U Senate looks at credit policy

Students will have to take at least half of their major credits at the University.

Matt Graham

Some students say a proposed credit requirement change for transfer students makes sense, despite inconvenience.

The University Senate passed an amendment last week regarding transfer students and the credit requirements for their majors.

University administration still has to adopt the change.

If passed, students who transfer will now have to take at least half of the credits in their majors at the degree-awarding campus.

Transfer students’ minor requirements have also been changed to ensure at least three upper-division credits in the minor field must be taken at the school awarding the degree.

The amendment is not retroactive, and students who have already transferred here will be unaffected.

This replaces the old rule, which required transfer students to take 30 University credits, 24 of which had to be taken after declaring a major.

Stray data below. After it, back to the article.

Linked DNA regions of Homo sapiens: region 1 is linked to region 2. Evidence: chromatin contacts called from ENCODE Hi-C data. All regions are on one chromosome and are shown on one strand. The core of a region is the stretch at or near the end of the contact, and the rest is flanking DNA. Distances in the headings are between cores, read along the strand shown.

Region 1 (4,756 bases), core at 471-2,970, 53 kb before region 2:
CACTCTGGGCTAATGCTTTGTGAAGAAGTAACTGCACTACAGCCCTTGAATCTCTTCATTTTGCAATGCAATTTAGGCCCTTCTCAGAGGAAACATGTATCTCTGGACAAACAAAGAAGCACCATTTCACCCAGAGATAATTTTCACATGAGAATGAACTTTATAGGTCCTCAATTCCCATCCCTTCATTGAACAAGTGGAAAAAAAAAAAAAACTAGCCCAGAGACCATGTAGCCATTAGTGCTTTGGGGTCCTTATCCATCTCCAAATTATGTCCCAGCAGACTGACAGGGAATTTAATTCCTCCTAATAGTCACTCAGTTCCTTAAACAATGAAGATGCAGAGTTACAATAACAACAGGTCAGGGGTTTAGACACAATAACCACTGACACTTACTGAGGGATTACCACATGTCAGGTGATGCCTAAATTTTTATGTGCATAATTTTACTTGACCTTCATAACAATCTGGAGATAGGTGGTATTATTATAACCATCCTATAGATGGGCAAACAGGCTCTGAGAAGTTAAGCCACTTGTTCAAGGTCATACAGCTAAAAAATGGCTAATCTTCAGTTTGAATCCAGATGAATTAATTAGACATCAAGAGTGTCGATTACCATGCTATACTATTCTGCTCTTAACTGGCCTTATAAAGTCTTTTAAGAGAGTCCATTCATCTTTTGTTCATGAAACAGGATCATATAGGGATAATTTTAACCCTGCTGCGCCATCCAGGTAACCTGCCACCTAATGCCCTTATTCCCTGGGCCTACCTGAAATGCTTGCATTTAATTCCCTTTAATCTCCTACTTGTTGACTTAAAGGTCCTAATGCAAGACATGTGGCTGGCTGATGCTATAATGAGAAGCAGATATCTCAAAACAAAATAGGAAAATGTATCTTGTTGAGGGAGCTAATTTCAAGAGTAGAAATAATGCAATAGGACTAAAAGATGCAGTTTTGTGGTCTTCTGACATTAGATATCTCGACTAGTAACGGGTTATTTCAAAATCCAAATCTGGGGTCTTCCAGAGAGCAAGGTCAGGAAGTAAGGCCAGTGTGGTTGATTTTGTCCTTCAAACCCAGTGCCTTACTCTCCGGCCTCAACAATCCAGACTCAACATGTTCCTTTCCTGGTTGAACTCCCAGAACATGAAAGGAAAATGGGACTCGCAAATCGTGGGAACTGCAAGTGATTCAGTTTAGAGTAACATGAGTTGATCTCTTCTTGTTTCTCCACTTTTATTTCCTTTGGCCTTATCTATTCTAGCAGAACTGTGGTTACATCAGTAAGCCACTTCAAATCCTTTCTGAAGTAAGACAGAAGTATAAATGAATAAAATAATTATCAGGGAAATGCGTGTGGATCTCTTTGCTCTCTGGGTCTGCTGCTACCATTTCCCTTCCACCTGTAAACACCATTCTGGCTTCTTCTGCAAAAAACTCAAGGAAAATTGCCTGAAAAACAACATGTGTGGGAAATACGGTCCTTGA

Under the old rules, it was not necessary for credits taken after transferring to relate to the student’s major, if those credits had been awarded elsewhere.

The new regulations affect students switching campuses within the University system as well as students coming from outside.

The University Senate first looked at changing the rule to clear up the policy’s wording.

“There was some internal confusion with the use of the word ‘college,’ and we figured we might as well also change the credit rule,” said Craig Swan, vice provost for undergraduate education and University Senate Educational Policy Committee member.

Swan said the policy change was an anticipatory move made on principle rather than a response to a specific problem.

“If you say you’re a math major, you should get your math credits here,” he said.

Chris Lund, a University of Southern California transfer student and studies in cinema and media culture junior, said he understands why the change was made.

“It makes sense that if you get a degree from the University of Minnesota, you actually earn that degree here,” he said. “I’m surprised they didn’t have the rule before.”

Andrea Gervais, a nutrition junior and transfer student from Johnson and Wales University in South Carolina, said transfer students already have complications with their credits.

“The University (of Minnesota) wouldn’t even accept a lot of my (general education credits),” she said.

She said transfer students often already have to retake credits here they have completed elsewhere but that the rule change still seems reasonable.

“Two-thirds (of major credits) or more would be a lot, but half isn’t bad,” Gervais said.